Chicken Broth (Brodo di Pollo)

Brodo simmering with carrots, celery, onion, etc. (in this case we're using a Capon instead of a chicken).

The best broths usually contain chickens that have been butchered with fully attached heads and feet; this little known fact was made abundantly clear to me when I asked my grandmother when she would be removing these parts after slaughtering chickens for a large family meal (I won’t elaborate on her response but you can take a guess).   The simple idea is that cooking the entire chicken produces the most flavorful chicken broth (Brodo di Pollo); in fact, our mother adds any bones available for her delicous chicken broth including capon (rooster) parts and, paradoxically, beef bones!

You can serve chicken broth as is (or either with any small pasta shape <even cut up angel hair> or tortellini).  At times, we add some shredded chicken to our brodo and some of the intact carrots (diced into small pieces).  You can also use brodo to make risotto, other soups, stews, etc.

Finished chicken brodo with pasta, carrots, and grated cheese.
Chicken Broth (Brodo di Pollo)
Prep time
Cook time
Total time
Recipe type: Soup
Serves: 6-8
  • 2-3 carrots, diced roughly
  • 1 onion, diced roughly
  • 4-5 stalks of celery, diced roughly
  • 1-2 plum, Roma, or San Marzano tomatoes, diced roughly
  • 1 tablespoon of whole black peppercorns
  • Parsley, chopped roughly
  • 4 quarts of fresh, filtered, water
  • 1 whole chicken (anywhere between 3.5-4.5 pounds) buy the best chicken you can afford as this ingredient will dictate how well your broth or brodo comes out
  1. Roughly butcher the chicken into 8 pieces (11 if you're lucky enough to have the head and feet), making sure to remove the skin and any unnecessary fat. Rinse with cold water and pat dry. Move all the ingredients into a large pot and cover; bring to a boil over a high flame. Once a boil is reached reduce the heat.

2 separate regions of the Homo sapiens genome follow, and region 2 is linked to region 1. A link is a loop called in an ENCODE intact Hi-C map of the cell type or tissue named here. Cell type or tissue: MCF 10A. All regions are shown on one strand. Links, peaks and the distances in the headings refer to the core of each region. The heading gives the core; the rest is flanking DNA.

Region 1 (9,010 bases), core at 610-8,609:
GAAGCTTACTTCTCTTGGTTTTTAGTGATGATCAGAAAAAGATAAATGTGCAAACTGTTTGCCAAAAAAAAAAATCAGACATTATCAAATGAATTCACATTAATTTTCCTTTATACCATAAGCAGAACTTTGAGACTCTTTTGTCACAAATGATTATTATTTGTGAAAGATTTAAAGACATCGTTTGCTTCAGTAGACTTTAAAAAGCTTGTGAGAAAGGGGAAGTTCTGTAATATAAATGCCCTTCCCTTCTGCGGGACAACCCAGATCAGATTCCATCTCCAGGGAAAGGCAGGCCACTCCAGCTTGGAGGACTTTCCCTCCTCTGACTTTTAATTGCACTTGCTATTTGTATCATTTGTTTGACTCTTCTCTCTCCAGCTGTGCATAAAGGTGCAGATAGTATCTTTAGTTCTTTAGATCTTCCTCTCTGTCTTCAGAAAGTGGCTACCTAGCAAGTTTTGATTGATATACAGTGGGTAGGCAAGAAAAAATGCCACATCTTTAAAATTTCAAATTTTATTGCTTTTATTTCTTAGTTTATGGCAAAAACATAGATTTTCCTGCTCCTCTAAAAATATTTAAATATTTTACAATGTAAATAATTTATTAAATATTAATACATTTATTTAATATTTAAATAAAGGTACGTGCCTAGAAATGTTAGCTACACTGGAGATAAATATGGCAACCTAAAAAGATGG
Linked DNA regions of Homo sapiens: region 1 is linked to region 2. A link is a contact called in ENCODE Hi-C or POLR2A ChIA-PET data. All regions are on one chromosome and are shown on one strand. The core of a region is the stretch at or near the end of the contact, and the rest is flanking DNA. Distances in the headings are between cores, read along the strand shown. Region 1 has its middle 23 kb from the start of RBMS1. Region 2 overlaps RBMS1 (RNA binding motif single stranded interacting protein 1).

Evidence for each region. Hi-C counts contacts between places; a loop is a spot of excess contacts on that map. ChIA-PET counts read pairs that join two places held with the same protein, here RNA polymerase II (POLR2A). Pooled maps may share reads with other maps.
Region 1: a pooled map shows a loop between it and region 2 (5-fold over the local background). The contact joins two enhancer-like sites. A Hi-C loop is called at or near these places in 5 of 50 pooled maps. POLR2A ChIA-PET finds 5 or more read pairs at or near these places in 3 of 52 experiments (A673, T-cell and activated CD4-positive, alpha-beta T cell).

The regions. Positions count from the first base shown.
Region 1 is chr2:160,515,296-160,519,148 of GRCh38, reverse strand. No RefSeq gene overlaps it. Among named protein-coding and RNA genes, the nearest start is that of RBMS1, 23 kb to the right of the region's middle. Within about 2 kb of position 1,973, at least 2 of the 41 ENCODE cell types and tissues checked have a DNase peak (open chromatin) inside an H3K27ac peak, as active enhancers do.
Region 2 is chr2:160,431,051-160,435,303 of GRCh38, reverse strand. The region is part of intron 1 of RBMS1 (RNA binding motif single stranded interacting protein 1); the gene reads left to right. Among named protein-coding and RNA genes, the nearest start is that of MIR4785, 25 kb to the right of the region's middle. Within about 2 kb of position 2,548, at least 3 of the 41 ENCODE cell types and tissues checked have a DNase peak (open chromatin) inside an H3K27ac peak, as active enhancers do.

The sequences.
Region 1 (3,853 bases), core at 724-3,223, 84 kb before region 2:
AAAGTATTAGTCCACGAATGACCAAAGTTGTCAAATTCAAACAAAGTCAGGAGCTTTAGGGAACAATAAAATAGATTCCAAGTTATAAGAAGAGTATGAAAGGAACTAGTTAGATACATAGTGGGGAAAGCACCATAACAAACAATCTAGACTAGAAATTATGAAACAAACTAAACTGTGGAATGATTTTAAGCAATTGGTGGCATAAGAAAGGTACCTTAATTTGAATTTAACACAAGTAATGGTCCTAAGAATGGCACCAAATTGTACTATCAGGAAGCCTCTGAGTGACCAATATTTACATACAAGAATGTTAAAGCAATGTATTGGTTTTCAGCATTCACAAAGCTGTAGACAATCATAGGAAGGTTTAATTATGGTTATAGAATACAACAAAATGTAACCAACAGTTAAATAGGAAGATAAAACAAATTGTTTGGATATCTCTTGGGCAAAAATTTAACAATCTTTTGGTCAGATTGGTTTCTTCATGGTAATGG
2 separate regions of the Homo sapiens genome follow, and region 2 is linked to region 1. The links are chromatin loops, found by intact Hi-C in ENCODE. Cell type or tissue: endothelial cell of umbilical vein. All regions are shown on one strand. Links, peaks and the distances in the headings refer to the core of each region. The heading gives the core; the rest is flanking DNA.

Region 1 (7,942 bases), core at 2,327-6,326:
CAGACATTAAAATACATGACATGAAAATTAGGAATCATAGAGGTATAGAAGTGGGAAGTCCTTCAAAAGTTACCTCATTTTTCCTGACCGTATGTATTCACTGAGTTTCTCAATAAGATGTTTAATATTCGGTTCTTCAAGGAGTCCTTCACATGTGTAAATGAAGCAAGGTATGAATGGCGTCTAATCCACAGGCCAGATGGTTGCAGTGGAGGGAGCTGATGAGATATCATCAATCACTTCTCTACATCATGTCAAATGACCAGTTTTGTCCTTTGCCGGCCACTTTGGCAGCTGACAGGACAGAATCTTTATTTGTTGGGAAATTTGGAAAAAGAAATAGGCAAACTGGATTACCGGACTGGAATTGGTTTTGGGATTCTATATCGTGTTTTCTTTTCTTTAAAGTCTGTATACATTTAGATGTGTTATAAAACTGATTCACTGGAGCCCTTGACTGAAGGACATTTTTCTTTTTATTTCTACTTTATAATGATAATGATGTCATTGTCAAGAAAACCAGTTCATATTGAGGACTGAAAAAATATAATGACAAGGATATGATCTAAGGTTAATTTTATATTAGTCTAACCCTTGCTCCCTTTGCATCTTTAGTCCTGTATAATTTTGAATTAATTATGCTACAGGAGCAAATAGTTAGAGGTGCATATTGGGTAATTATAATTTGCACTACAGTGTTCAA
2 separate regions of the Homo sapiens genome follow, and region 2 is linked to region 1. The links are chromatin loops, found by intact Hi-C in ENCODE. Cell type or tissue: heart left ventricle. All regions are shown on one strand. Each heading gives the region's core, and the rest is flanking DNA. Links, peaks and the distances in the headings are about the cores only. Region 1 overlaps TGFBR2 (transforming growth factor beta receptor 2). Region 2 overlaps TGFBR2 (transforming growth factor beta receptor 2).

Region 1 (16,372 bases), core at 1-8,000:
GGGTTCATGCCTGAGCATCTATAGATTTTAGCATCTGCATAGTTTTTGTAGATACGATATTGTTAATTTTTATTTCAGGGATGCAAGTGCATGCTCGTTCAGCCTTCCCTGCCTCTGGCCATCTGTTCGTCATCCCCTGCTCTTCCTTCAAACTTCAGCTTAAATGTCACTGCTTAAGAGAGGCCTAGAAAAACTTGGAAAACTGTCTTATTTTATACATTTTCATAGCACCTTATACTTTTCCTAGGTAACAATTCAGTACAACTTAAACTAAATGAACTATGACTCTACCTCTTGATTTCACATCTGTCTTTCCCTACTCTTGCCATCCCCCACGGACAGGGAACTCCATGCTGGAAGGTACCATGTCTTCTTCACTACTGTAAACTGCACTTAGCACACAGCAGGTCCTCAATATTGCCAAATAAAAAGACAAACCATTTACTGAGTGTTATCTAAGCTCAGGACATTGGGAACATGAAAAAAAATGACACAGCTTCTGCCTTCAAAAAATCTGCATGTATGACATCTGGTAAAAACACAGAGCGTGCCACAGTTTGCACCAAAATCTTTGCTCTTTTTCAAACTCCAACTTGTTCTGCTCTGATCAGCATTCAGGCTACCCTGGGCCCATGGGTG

2. Thereafter, simmer for 2-2.5 hours. Depending on the amount of fat in the chicken you may want to skim the excess fat from the top layer contained in the pot.
Makes about 4-5 quarts of broth. For the clearest broth, do not let the broth boil robustly and occasionally skim the surface as the soup simmers.
Finished chicken brodo with pasta, carrots, and grated cheese.


  1. While a whole chicken will make for a delicious stock, this is not a very economical method unless you plan to consume the chicken later (in which case boiling it in this matter is not necessarily the best way to prepare chicken for eating). We prefer to cook and eat the chicken (e.g., roasted, spatchcocked and grilled, etc.), and to make stock using the leftover bones, back, neck, scraps, etc. The bones contribute gelatin to give the stock body, and any extra meat on the bones or added to the mix contributes additinal flavor. I would also add that when preparing stock you don’t want to add the vegetables until the last hour of cooking. Longer than that and they turn to mush and they absorb too much of the liquid. When you strain the solids out, if you try to press on the solids to squeeze out this absorbed liquid it will cloud your stock. The stovetop method works just fine, but I have long abandoned this for the oven method. Put your bones and any leftover meat in a big pot, cover with an inch or two of water, bring to a simmer on the stove and place it uncovered in a low oven (~180 degrees) for 3 or more hours or overnight. In the last hour of cooking, add your vegetables (onions and carrots are essential, beyond that you can vary as you see fit — bay leaves, celery, fennel, leeks, garlic, thyme, parsley, peppercorns, tomatoes or paste). Then strain out the solids without pressing on them, and filter the strained liquid through a cloth (cheesecloth or butter muslin). If not using right away, cool immediately and refrigerate for a few days (you can easily skim off the congealed fat on the surface once cooled) or cover well with plastic and freeze for a few months.

    • Hi Dr. K.

      Oh, we consume the meat! We often include shredded dark and white meat in the brodo and thereafter serve it stand alone throughout the week with a good salad, bread, and maybe some fried potatoes. If you simmer a whole chicken, via this method, the meat will be cooked almost identical to a braise method (very tender, flaky, etc.).

      Good tips in terms of using the oven and firmness of vegetables. On the latter tip, you know how Italians prepare their vegetables (viz., cooked to death!).

Leave a Comment

This site uses Akismet to reduce spam. Learn how your comment data is processed.